Each cell has one two-plug outlet in the wall for the two prisoners living there. Since we are each allowed to own one radio, two fans, one typewriter, one night light, and one hot pot—that is not nearly enough.

Our first multi-plug outlets were sold for $8.00 at the commissary and had four plug-ins. They were made of opaque gray plastic and had screws so they could be opened.

After drugs, shanks, and handcuff keys were found hidden inside them, TDCJ decided to get clear plastic cases for our outlets, and for some reason they now only sell a dual plug version that greatly limits our access to enough electricity for our needs, but prisoners are ingenious. It may seem insane, but with soda cans, cardboard, tape, string, and electric cards, outlets can be manufactured with as many plug-ins as you want. I’ve seen an outlet with six plug-ins. If made properly and handled with care, they are great. If not, fires may be a bit of a problem.

We seldom have fires unless we make them on purpose. As we can no longer buy matches and tobacco products from the commissary, guys who want to smoke have to work a little harder. When you want to get high, you don’t have time to be rubbing two sticks together, so we have to get inventive.

Don’t miss: “Life as a Transgender Prisoner” by Daniel Harris

Originally we took the leads out of pencils, stuck a long piece in each side of the electrical outlet, twisted a piece of toilet paper around a shorter piece of lead, and used that to get across the longer lead in the outlet. You have to have a gentle touch or you’ll blow out the power. As the sparks fly, you catch them on a twist of toilet paper to use as a match. In the Eastham Unit you’d think you were seeing the lightning bolts of an approaching thunderstorm, and it would only be smokers lighting up and the arcs reflecting in the windows. The problem is that non-smokers don’t appreciate the smoke, and occasionally an electrical outlet will catch on fire. Try to explain to maintenance how your outlet spontaneously combusted. Not fun at all.

If you cut a pencil in half and sharpen one end, you can put a razor blade (out of a safety razor) in the flat end (make sure it touches the lead) and plug that into one side of an electrical outlet. Take a second razor blade and attach it to a thin coated wire (you can use uncoated wire as long as you wear shoes so it won’t shock you), then lightly brush the uncoated tip of the wire against the point of the pencil and catch the sparks on the tip of a twist of toilet paper to make a match. If you add a bit of cotton to the twist of toilet paper, it lights easier and makes less smoke. Keep in mind that pencils will catch on fire if you hold the wire to the point too long; they also blow up.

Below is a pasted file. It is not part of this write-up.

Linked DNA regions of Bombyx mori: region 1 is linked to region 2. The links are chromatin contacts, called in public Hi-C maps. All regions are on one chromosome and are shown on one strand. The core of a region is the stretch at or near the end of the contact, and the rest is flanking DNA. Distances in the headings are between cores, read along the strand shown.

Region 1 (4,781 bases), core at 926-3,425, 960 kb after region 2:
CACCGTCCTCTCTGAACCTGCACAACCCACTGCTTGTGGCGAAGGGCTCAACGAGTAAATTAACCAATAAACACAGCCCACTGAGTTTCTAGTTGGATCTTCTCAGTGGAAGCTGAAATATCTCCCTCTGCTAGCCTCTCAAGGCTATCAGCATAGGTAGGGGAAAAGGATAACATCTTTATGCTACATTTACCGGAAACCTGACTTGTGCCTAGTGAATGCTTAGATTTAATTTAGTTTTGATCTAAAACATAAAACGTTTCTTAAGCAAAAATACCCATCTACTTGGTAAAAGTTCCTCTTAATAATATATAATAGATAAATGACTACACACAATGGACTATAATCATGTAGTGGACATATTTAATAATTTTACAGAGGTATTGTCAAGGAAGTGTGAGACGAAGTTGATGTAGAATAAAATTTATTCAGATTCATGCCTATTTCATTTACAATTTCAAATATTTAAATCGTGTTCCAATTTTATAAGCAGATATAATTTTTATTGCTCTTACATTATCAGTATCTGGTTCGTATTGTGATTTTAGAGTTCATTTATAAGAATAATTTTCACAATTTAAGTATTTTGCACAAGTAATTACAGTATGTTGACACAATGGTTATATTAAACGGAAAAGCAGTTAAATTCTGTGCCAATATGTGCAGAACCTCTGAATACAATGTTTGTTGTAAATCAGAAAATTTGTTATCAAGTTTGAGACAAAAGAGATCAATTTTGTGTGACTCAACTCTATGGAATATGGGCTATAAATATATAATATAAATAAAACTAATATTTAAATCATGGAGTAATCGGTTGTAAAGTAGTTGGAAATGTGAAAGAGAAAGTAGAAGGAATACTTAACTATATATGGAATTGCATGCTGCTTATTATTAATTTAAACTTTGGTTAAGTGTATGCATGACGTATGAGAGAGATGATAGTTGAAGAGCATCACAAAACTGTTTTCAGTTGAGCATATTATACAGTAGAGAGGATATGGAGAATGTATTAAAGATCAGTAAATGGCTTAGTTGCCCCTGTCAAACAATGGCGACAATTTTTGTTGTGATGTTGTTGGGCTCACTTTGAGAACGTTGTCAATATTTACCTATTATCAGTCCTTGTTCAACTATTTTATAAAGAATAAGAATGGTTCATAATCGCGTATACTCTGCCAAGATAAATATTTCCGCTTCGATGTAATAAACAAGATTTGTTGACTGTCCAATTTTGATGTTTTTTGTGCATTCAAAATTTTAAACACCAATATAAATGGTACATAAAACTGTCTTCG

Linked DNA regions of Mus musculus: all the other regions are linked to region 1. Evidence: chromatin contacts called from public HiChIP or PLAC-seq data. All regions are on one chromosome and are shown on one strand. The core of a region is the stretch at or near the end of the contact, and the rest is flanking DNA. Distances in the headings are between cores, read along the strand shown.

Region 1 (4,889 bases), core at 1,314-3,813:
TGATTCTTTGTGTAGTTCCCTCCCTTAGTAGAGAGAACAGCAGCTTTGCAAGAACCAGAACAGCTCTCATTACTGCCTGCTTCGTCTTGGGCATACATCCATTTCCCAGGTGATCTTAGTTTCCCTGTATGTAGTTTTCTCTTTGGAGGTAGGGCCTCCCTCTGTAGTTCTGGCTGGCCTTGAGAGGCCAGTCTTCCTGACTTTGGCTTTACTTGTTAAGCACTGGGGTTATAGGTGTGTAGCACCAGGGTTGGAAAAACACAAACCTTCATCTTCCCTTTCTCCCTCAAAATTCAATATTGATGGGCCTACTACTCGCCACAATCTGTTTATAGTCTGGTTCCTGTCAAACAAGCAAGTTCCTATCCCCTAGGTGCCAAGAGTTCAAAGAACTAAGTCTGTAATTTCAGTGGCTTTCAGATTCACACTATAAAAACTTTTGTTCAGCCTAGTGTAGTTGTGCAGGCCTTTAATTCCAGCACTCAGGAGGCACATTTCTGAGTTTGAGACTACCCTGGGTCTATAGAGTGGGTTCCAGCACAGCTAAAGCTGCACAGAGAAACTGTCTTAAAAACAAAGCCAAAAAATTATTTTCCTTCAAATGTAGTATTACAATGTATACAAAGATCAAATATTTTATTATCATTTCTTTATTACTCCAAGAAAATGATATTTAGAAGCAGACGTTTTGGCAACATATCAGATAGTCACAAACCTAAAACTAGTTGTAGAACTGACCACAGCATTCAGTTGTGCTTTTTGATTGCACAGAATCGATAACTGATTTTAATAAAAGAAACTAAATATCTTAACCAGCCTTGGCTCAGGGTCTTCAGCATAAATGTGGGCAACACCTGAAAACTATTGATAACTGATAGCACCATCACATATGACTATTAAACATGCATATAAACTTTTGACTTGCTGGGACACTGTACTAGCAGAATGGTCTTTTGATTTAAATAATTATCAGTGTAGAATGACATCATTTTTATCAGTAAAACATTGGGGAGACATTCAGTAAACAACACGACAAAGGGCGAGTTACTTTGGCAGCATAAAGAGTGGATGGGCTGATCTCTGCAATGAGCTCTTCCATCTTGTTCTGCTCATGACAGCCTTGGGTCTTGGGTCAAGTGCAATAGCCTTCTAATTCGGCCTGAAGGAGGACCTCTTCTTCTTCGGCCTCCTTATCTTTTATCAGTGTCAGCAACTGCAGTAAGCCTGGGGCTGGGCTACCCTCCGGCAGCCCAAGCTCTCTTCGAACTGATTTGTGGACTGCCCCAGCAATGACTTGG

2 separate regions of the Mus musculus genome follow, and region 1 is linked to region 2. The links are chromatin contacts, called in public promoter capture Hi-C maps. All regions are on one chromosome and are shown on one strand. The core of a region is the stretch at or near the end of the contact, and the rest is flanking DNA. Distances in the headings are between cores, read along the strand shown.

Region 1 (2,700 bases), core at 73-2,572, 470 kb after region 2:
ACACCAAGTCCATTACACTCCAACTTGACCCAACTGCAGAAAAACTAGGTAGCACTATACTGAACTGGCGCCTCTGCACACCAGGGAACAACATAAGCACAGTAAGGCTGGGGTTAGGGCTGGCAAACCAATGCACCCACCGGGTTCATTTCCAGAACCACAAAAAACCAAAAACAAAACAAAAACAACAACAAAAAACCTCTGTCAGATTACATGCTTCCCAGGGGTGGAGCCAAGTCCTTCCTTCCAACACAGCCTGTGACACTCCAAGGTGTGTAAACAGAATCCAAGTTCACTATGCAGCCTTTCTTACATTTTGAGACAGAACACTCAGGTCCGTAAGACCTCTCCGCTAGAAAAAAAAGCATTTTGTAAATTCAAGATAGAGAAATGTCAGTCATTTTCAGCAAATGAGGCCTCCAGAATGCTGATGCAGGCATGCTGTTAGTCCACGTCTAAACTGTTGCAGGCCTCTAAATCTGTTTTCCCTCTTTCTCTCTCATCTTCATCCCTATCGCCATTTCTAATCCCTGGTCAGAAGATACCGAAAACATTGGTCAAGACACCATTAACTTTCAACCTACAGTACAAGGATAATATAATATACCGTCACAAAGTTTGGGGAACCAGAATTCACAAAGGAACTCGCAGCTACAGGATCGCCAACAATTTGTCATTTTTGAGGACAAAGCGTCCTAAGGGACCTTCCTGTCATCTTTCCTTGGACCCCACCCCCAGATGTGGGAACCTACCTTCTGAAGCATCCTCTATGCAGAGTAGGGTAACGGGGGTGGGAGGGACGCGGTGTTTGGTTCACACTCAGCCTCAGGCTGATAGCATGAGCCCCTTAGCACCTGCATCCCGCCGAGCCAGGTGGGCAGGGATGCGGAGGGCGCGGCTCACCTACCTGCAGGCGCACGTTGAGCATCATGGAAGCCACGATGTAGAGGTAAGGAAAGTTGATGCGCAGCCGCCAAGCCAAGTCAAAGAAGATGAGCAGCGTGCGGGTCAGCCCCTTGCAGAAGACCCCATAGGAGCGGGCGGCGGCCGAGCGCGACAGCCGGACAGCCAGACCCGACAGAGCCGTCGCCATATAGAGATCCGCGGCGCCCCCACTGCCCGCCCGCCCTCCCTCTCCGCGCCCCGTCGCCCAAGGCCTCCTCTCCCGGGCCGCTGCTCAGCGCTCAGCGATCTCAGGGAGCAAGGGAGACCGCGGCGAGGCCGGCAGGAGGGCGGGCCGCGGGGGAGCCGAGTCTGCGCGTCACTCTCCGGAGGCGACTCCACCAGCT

Tattoo guns are made by wrapping a long bolt with wire scavenged out of old fan motors. It takes about 150 wraps if you don’t want the gun to overheat. You’ll also need some insulated wire and ink pen parts, a magnet, a metal band, and a bunch of scavenged string from elastic boxer brands. No, you can’t plug it into the wall. They usually run off the radio or fan transformers. The needles come from wire brushes in maintenance. You can buy a whole plug for a $12.00 bag of coffee, but it’s a job to get them sharp. You’ll need sandpaper.

Tattoo ink is easily made by burning petroleum jelly in an enclosed area to catch the soot. You take the soot and add a few drops of baby shampoo to create a dark black ink. This use of low-quality homemade ink is why prison tattoos tend to be inconsistent in shade and also tend to spread a bit.


Yes, much of this is very dangerous. We’ve had explosions and fire and some pretty bad injuries, but that’s rare. The simple fact of prison life is that if we don’t break the rules we have very little to live for. Many of us are never going to be free anyway. What do we have to lose? Not much.